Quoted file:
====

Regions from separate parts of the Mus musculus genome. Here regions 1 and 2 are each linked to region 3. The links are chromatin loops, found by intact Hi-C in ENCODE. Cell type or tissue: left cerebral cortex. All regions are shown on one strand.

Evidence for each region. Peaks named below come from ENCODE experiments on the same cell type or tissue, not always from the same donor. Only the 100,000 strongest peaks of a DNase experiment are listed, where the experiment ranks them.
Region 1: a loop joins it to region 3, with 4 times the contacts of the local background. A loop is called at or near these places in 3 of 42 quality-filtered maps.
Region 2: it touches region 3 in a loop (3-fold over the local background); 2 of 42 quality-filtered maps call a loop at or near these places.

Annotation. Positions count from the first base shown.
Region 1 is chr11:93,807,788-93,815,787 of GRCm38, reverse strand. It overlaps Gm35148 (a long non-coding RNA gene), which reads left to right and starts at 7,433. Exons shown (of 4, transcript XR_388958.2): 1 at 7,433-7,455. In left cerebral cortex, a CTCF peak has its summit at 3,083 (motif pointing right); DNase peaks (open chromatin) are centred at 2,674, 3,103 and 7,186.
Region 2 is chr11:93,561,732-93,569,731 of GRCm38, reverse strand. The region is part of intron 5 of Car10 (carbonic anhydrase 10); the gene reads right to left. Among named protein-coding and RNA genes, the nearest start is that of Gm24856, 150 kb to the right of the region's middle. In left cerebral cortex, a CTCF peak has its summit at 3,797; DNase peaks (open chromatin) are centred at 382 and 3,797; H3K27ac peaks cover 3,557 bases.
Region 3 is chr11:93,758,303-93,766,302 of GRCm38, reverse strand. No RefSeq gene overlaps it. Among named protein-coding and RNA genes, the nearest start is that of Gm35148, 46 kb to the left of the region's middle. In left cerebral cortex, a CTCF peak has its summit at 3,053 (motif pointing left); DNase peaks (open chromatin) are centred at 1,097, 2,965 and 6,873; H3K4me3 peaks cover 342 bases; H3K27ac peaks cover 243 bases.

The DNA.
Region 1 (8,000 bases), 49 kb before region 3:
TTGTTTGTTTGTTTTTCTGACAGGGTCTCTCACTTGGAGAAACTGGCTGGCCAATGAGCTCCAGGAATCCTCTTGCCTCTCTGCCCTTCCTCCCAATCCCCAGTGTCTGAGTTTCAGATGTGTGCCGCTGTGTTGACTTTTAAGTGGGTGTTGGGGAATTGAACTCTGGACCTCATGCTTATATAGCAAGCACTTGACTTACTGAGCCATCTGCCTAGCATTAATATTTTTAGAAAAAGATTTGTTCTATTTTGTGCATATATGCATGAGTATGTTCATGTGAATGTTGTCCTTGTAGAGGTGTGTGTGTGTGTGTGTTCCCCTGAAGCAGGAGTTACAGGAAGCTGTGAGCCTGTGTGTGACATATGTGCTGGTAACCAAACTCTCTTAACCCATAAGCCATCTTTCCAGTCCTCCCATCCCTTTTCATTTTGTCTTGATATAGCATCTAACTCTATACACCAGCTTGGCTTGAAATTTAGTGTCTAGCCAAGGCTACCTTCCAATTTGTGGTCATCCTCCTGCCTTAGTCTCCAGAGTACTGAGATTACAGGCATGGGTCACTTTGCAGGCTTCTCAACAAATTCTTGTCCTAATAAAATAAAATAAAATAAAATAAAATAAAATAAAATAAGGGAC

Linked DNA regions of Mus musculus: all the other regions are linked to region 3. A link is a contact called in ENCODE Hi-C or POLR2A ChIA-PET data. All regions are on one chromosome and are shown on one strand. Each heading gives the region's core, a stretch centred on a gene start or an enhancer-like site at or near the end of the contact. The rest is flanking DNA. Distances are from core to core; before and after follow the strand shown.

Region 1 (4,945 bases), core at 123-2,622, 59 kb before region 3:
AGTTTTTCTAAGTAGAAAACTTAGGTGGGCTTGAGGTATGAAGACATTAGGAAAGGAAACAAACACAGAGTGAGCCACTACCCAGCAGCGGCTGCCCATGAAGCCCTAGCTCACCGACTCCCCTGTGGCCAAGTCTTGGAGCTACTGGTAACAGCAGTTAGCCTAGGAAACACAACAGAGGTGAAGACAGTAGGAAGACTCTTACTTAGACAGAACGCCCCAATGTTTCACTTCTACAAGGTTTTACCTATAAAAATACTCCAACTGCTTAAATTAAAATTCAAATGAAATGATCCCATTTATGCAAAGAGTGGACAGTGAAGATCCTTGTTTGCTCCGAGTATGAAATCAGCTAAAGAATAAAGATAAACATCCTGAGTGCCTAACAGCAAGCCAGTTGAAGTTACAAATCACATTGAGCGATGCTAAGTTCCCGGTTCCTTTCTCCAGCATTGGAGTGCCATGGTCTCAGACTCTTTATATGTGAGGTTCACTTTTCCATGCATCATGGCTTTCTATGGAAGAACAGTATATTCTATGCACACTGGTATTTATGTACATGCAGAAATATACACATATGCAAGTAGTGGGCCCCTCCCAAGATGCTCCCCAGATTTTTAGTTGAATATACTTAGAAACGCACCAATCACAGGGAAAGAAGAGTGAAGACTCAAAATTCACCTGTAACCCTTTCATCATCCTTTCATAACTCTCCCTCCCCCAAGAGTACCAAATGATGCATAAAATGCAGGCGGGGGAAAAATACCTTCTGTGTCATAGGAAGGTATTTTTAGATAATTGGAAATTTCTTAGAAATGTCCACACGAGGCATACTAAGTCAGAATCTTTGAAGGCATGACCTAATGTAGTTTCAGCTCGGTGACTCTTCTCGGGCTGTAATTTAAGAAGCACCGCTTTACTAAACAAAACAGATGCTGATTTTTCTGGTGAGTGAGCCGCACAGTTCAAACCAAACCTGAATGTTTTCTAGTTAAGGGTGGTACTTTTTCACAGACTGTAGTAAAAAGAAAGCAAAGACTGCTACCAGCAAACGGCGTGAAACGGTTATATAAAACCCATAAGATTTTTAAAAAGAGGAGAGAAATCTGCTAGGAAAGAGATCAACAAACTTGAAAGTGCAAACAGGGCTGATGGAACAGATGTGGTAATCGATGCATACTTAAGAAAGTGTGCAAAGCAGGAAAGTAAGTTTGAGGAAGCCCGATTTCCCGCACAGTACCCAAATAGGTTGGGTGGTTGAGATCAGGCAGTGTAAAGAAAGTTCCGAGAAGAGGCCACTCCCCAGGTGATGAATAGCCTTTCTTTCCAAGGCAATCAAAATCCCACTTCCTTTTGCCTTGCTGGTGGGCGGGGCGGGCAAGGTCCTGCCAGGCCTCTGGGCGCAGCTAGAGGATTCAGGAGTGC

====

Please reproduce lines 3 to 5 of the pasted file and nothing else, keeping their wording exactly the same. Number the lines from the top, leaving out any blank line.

Region 1: a loop joins it to region 3, with 4 times the contacts of the local background. A loop is called at or near these places in 3 of 42 quality-filtered maps.
Region 2: it touches region 3 in a loop (3-fold over the local background); 2 of 42 quality-filtered maps call a loop at or near these places.

Annotation. Positions count from the first base shown.